Friday, October 24, 2014

More Steinbeck

John Steinbeck was a prolific letter writer, expressing his activities, thoughts and writing process.

If you read my September 20th post about Steinbeck, you will know how much I enjoyed learning about his life from Steinbeck, A Life in Letters, which was compiled by his wife Elaine Steinbeck and good friend Robert Wallsten.

After a week’s break, I continued reading the 800-plus page book and I found so much more I wanted to share. I had trouble finding time to read all his letters, often containing minor information to friends, but I kept finding gems among Steinbeck’s letters, and just couldn’t stop reading.
He was a complex man, as most people are, but few people can reveal their feelings as well as he did. 

He loved writing and penned:

“I must say I do have fun with my profession…”

“I’m starting a new book and it is fun. They are all painful fun while I am doing them.”

“I approach the table every morning with a sense of Joy.”  “The yellow pages are beginning to be populated with people and with ideas.”

 “To be a writer implies a kind of promise that one will do the best he can without reference to external pressures of any kind.”

One winter he wrote, “The air has muscle.” What a great way to describe it.

“It takes just as long to write a short piece as a long one.”

About plays – “Dialogue carry the whole burden not only of movement but of character.”

“…it never gets any easier. The process of writing a book is the process of outgrowing it. I am just as scared now as I was 25 years ago.”

He wrote to Peter Benchley in 1956, “”A writer lives in awe of words for they can be cruel or kind, and they can change their meanings right in front of you. They pick up flavors and odors like butter in a refrigerator.”

“Of course a writer rearranges life, shortens time intervals, sharpens events, and devises beginnings, middles and ends and this is arbitrary because there are no beginnings nor any ends.”

As a former journalist, I was pleased that he was not completely against journalism, as so many people are today.

To John P. McKnight of the U S Information Service in Rome he wrote, “What can I say about journalism? It has the greatest virtue and the greatest evil. It is the first thing the dictator controls. It is the mother of literature and the perpetrator of crap. In many cases it is the only history we have and yet it is the tool of the worst men. But over a long period of time and because it is the product of so many men, it is perhaps the purest thing we have. Honesty has a way of creeping in even when it was not intended.”

He included some basic hints about writing in a letter to Robert Wallsten, 1962. I am just using excerpts from the letter.

“I know that no one really wants the benefit of anyone’s experience which is probably why it is so freely offered. But the following are some of the things I have had to do to keep from going nuts.”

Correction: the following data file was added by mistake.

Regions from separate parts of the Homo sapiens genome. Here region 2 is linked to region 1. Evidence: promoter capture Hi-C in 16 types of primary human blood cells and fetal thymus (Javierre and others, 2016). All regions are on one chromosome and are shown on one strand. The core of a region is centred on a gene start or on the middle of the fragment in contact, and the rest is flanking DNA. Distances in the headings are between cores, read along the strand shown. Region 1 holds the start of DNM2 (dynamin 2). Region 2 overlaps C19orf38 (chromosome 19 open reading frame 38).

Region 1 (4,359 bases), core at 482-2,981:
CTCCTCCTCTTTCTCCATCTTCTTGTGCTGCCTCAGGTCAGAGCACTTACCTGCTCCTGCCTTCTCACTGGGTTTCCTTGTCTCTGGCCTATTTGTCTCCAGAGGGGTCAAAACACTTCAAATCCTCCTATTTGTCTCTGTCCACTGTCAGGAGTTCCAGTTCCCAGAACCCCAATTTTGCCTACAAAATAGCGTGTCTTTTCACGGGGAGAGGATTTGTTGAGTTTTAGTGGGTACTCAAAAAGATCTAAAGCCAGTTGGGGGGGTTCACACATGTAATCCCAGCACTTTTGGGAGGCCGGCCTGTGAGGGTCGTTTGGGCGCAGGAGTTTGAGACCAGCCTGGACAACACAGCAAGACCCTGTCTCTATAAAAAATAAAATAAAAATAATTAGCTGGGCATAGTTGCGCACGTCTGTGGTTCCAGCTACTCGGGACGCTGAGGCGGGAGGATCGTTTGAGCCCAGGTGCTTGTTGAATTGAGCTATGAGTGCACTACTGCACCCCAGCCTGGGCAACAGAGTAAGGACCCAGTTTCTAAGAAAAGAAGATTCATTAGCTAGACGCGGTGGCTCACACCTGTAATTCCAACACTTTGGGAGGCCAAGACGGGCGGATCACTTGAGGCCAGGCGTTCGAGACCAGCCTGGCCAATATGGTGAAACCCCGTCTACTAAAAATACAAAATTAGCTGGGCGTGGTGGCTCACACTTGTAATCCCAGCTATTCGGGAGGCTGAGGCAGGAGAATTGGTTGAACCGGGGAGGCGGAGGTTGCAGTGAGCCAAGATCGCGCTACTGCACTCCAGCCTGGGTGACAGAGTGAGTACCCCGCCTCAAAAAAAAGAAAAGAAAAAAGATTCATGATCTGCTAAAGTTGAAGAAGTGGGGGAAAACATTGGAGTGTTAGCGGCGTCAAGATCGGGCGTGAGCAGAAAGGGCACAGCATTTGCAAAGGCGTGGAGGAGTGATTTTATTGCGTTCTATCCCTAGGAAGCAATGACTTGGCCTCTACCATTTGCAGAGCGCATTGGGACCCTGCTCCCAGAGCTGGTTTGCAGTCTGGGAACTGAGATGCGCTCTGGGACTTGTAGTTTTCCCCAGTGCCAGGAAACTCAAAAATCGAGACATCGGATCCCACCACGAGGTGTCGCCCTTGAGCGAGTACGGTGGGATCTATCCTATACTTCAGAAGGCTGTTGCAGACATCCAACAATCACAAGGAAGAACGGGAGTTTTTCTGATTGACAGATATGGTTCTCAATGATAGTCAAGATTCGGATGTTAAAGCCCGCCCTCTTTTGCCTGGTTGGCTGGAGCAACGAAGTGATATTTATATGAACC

1. “Abandon the idea that you are ever going to finish.” He advises Wallsten to write just one page for each day. “Then when it is finished you are always surprised.”
  2. “Write freely and as rapidly as possible and throw the whole thing on paper. Never correct or rewrite until the whole thing is down….” Good advice if you are planning to participate in National Novel Writing Month (Nanowrimo).
  3. “Forget your generalized audience…..In writing, your audience is one single reader….”
  4. “If a scene or a section gets the better of you and you still think you want it – bypass it and go on. When you have finished the whole you can come back to it and then you may find that the reason it gave trouble is because it didn’t belong there.”
  5. “Beware of a scene that becomes too dear to you.”
  6. “If you are using dialogue – say it aloud as you write it.”
We’ve heard most of this before, but it never hurts to be reminded.

In 1960s, he wrote, “I find I love words very much. And gradually I am getting the a series of dictionaries of modern languages. The crazy thing about all this is that I don’t use a great variety of words in my work at all. I just love them for themselves.”

Steinbeck wrote newspaper and magazine articles, plays, short stories and even some poetry, besides his famous novels. He was often controversial. But he wrote with feeling and clarity. It was not surprising that he was awarded the Novel Prize for Literature 1962 and received Presidential Medal of Freedom in 1964.

“…a writer like a knight – must aim at perfection, and failing, not fall back on the cushion that there is no perfection. He must believe himself capable of perfection even when he fails. And that is probably why it is the loneliest profession in the world and the most lost,” he wrote. “I come toward the ending of my life with the same ache for perfection I had as a child.”

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